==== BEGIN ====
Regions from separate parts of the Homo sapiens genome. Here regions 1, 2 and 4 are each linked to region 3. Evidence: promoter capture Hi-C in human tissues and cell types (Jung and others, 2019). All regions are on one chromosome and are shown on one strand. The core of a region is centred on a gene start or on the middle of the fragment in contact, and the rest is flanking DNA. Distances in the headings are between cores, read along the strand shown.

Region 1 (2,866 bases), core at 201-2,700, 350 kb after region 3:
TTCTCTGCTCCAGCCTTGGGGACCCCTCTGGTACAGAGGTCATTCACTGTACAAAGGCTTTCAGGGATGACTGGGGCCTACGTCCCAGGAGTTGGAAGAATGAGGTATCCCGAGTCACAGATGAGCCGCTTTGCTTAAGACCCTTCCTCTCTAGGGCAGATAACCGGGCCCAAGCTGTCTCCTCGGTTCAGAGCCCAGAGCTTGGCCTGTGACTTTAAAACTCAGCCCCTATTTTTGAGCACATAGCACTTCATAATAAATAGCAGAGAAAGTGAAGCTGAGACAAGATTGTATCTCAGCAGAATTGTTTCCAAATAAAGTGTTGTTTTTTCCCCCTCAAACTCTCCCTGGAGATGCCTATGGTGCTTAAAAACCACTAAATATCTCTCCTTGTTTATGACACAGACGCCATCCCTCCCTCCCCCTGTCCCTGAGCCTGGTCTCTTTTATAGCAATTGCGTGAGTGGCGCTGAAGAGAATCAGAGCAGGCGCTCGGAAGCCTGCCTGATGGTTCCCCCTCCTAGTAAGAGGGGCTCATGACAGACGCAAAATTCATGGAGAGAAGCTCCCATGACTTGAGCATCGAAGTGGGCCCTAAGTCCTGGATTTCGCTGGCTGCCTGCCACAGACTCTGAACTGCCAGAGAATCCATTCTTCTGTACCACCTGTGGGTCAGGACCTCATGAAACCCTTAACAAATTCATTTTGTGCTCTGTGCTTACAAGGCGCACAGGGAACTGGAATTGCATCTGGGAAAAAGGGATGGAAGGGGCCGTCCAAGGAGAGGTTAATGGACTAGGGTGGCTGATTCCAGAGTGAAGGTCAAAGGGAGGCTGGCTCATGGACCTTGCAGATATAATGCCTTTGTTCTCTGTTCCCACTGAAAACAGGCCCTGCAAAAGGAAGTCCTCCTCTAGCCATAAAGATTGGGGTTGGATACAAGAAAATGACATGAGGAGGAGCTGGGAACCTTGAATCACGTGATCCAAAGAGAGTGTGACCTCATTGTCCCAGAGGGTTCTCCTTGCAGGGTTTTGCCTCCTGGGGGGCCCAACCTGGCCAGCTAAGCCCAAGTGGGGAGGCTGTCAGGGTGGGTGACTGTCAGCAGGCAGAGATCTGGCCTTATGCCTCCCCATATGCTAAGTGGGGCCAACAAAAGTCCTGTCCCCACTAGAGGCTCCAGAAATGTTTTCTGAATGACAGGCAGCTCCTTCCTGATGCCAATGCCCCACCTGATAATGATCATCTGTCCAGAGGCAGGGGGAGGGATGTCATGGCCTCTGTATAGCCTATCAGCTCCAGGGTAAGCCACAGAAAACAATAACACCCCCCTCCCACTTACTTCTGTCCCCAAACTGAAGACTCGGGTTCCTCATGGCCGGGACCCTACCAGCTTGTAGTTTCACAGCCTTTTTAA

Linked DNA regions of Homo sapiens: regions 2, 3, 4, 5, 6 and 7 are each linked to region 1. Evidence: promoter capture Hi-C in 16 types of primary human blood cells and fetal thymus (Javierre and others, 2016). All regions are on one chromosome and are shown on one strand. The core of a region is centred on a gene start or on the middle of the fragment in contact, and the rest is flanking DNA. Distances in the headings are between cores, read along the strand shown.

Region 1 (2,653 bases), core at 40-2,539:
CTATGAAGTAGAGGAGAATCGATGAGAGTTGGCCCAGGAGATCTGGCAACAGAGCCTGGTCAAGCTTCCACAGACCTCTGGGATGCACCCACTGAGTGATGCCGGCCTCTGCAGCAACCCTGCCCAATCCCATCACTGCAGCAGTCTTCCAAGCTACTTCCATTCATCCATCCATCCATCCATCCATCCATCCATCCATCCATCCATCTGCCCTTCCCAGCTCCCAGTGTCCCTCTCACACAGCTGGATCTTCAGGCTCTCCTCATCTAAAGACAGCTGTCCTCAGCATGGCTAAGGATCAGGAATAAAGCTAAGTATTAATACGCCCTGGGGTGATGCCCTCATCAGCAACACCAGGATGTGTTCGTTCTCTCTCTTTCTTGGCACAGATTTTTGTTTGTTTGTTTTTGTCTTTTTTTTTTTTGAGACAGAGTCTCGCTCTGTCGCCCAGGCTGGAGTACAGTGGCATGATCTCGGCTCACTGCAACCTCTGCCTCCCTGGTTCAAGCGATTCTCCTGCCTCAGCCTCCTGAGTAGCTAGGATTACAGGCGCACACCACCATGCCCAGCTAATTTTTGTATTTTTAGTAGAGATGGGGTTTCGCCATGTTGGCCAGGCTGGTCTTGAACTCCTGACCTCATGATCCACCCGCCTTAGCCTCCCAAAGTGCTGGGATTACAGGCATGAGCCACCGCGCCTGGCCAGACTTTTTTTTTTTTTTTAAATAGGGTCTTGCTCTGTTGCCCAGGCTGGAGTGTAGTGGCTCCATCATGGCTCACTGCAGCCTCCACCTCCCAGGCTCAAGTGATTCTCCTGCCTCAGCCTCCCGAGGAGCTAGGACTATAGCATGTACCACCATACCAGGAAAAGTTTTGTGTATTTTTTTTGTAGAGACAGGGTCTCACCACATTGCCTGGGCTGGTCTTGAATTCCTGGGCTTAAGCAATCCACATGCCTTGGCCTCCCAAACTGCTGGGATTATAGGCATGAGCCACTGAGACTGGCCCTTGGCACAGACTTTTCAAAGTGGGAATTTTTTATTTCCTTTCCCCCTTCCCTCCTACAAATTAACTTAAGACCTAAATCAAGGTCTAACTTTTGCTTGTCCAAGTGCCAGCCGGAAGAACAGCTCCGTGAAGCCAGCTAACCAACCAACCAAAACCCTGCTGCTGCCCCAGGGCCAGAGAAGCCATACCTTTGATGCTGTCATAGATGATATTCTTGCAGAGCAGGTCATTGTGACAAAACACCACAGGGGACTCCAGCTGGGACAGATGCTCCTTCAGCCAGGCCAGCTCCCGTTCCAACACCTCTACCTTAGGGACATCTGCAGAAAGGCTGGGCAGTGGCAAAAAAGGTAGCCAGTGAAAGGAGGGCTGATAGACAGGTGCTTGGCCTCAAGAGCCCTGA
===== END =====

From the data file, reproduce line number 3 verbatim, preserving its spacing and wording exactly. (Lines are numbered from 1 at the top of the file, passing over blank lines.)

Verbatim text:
TTCTCTGCTCCAGCCTTGGGGACCCCTCTGGTACAGAGGTCATTCACTGTACAAAGGCTTTCAGGGATGACTGGGGCCTACGTCCCAGGAGTTGGAAGAATGAGGTATCCCGAGTCACAGATGAGCCGCTTTGCTTAAGACCCTTCCTCTCTAGGGCAGATAACCGGGCCCAAGCTGTCTCCTCGGTTCAGAGCCCAGAGCTTGGCCTGTGACTTTAAAACTCAGCCCCTATTTTTGAGCACATAGCACTTCATAATAAATAGCAGAGAAAGTGAAGCTGAGACAAGATTGTATCTCAGCAGAATTGTTTCCAAATAAAGTGTTGTTTTTTCCCCCTCAAACTCTCCCTGGAGATGCCTATGGTGCTTAAAAACCACTAAATATCTCTCCTTGTTTATGACACAGACGCCATCCCTCCCTCCCCCTGTCCCTGAGCCTGGTCTCTTTTATAGCAATTGCGTGAGTGGCGCTGAAGAGAATCAGAGCAGGCGCTCGGAAGCCTGCCTGATGGTTCCCCCTCCTAGTAAGAGGGGCTCATGACAGACGCAAAATTCATGGAGAGAAGCTCCCATGACTTGAGCATCGAAGTGGGCCCTAAGTCCTGGATTTCGCTGGCTGCCTGCCACAGACTCTGAACTGCCAGAGAATCCATTCTTCTGTACCACCTGTGGGTCAGGACCTCATGAAACCCTTAACAAATTCATTTTGTGCTCTGTGCTTACAAGGCGCACAGGGAACTGGAATTGCATCTGGGAAAAAGGGATGGAAGGGGCCGTCCAAGGAGAGGTTAATGGACTAGGGTGGCTGATTCCAGAGTGAAGGTCAAAGGGAGGCTGGCTCATGGACCTTGCAGATATAATGCCTTTGTTCTCTGTTCCCACTGAAAACAGGCCCTGCAAAAGGAAGTCCTCCTCTAGCCATAAAGATTGGGGTTGGATACAAGAAAATGACATGAGGAGGAGCTGGGAACCTTGAATCACGTGATCCAAAGAGAGTGTGACCTCATTGTCCCAGAGGGTTCTCCTTGCAGGGTTTTGCCTCCTGGGGGGCCCAACCTGGCCAGCTAAGCCCAAGTGGGGAGGCTGTCAGGGTGGGTGACTGTCAGCAGGCAGAGATCTGGCCTTATGCCTCCCCATATGCTAAGTGGGGCCAACAAAAGTCCTGTCCCCACTAGAGGCTCCAGAAATGTTTTCTGAATGACAGGCAGCTCCTTCCTGATGCCAATGCCCCACCTGATAATGATCATCTGTCCAGAGGCAGGGGGAGGGATGTCATGGCCTCTGTATAGCCTATCAGCTCCAGGGTAAGCCACAGAAAACAATAACACCCCCCTCCCACTTACTTCTGTCCCCAAACTGAAGACTCGGGTTCCTCATGGCCGGGACCCTACCAGCTTGTAGTTTCACAGCCTTTTTAA